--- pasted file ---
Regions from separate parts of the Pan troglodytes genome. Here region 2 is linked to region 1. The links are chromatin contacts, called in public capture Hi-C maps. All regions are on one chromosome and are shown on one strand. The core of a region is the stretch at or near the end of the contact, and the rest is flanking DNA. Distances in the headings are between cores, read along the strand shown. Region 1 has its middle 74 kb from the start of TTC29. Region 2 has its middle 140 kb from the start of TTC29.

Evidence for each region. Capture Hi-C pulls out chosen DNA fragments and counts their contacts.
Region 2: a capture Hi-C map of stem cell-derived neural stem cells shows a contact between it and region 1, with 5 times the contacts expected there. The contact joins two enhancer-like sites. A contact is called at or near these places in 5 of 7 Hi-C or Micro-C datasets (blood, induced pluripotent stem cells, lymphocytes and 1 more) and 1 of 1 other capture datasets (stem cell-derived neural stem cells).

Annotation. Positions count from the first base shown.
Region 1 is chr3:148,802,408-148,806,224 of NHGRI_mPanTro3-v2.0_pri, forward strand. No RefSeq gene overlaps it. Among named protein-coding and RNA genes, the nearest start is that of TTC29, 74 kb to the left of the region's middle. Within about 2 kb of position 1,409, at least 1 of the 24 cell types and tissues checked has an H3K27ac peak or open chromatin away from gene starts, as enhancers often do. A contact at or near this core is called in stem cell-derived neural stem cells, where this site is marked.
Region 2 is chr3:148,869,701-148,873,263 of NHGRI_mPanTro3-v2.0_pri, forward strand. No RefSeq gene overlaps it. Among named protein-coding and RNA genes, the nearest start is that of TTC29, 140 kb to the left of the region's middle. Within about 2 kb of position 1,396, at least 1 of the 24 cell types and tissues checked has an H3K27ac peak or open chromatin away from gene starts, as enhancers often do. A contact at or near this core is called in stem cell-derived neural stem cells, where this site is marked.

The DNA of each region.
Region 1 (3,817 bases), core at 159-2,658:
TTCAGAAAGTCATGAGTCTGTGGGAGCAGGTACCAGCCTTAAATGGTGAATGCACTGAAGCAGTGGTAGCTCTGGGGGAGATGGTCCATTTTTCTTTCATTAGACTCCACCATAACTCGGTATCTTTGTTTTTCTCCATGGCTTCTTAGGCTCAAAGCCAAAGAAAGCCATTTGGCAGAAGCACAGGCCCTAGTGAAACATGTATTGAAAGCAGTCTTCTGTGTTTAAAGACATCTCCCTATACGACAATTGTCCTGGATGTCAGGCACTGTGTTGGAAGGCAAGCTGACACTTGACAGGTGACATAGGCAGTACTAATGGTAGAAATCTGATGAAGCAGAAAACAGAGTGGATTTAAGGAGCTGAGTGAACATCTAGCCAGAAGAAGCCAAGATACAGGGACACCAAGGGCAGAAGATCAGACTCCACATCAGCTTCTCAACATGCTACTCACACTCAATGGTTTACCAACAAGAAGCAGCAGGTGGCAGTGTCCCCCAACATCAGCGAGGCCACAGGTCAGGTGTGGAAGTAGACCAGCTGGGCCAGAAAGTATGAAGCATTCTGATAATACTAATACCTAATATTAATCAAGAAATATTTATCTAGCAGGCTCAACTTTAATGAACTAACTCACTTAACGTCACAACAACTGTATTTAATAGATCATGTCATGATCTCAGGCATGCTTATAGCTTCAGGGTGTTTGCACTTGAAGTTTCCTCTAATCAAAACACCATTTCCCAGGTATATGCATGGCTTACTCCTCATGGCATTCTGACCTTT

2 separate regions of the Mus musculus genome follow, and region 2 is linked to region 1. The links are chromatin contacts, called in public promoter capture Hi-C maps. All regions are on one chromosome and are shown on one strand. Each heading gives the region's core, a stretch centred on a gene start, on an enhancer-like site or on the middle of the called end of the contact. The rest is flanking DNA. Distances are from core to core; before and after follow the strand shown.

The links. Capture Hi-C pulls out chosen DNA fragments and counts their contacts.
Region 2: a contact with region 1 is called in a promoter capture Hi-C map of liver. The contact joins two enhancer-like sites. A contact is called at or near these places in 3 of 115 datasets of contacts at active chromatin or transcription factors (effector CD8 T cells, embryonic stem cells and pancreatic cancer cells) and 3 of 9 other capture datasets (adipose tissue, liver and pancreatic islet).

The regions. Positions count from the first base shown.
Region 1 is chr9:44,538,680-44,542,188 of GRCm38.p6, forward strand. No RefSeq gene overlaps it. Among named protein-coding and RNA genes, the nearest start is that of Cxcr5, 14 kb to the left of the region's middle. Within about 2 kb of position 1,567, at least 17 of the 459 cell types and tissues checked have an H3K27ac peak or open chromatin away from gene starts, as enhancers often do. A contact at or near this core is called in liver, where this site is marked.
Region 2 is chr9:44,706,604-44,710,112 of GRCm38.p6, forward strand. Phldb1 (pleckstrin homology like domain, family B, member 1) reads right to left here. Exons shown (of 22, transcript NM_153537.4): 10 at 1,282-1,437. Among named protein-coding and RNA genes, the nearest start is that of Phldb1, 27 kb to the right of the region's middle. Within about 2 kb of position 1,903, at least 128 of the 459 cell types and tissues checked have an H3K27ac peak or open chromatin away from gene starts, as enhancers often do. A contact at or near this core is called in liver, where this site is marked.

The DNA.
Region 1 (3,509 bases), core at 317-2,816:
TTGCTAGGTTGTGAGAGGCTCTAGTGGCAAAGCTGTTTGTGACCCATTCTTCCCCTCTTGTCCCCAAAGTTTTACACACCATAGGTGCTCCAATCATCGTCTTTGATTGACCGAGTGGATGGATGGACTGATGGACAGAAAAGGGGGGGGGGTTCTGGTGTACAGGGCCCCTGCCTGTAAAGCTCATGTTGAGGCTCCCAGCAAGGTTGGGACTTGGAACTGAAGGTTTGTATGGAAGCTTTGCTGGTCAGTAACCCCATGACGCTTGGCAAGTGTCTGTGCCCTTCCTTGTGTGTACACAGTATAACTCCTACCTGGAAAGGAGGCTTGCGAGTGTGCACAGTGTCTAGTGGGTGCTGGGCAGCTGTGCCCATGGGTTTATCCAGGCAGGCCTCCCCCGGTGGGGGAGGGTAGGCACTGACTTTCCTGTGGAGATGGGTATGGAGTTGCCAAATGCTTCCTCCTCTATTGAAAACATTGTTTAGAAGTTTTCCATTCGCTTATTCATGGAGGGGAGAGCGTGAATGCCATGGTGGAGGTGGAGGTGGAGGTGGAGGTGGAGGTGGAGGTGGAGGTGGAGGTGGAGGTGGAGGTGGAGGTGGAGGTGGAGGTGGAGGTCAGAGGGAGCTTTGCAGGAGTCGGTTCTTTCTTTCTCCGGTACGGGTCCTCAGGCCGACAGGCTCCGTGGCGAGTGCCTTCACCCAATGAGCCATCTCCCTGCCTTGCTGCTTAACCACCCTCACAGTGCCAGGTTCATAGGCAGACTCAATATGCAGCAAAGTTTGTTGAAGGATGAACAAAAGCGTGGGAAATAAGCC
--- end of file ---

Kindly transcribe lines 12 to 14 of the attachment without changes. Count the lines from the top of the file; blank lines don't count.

Region 2: a contact with region 1 is called in a promoter capture Hi-C map of liver. The contact joins two enhancer-like sites. A contact is called at or near these places in 3 of 115 datasets of contacts at active chromatin or transcription factors (effector CD8 T cells, embryonic stem cells and pancreatic cancer cells) and 3 of 9 other capture datasets (adipose tissue, liver and pancreatic islet).

The regions. Positions count from the first base shown.
Region 1 is chr9:44,538,680-44,542,188 of GRCm38.p6, forward strand. No RefSeq gene overlaps it. Among named protein-coding and RNA genes, the nearest start is that of Cxcr5, 14 kb to the left of the region's middle. Within about 2 kb of position 1,567, at least 17 of the 459 cell types and tissues checked have an H3K27ac peak or open chromatin away from gene starts, as enhancers often do. A contact at or near this core is called in liver, where this site is marked.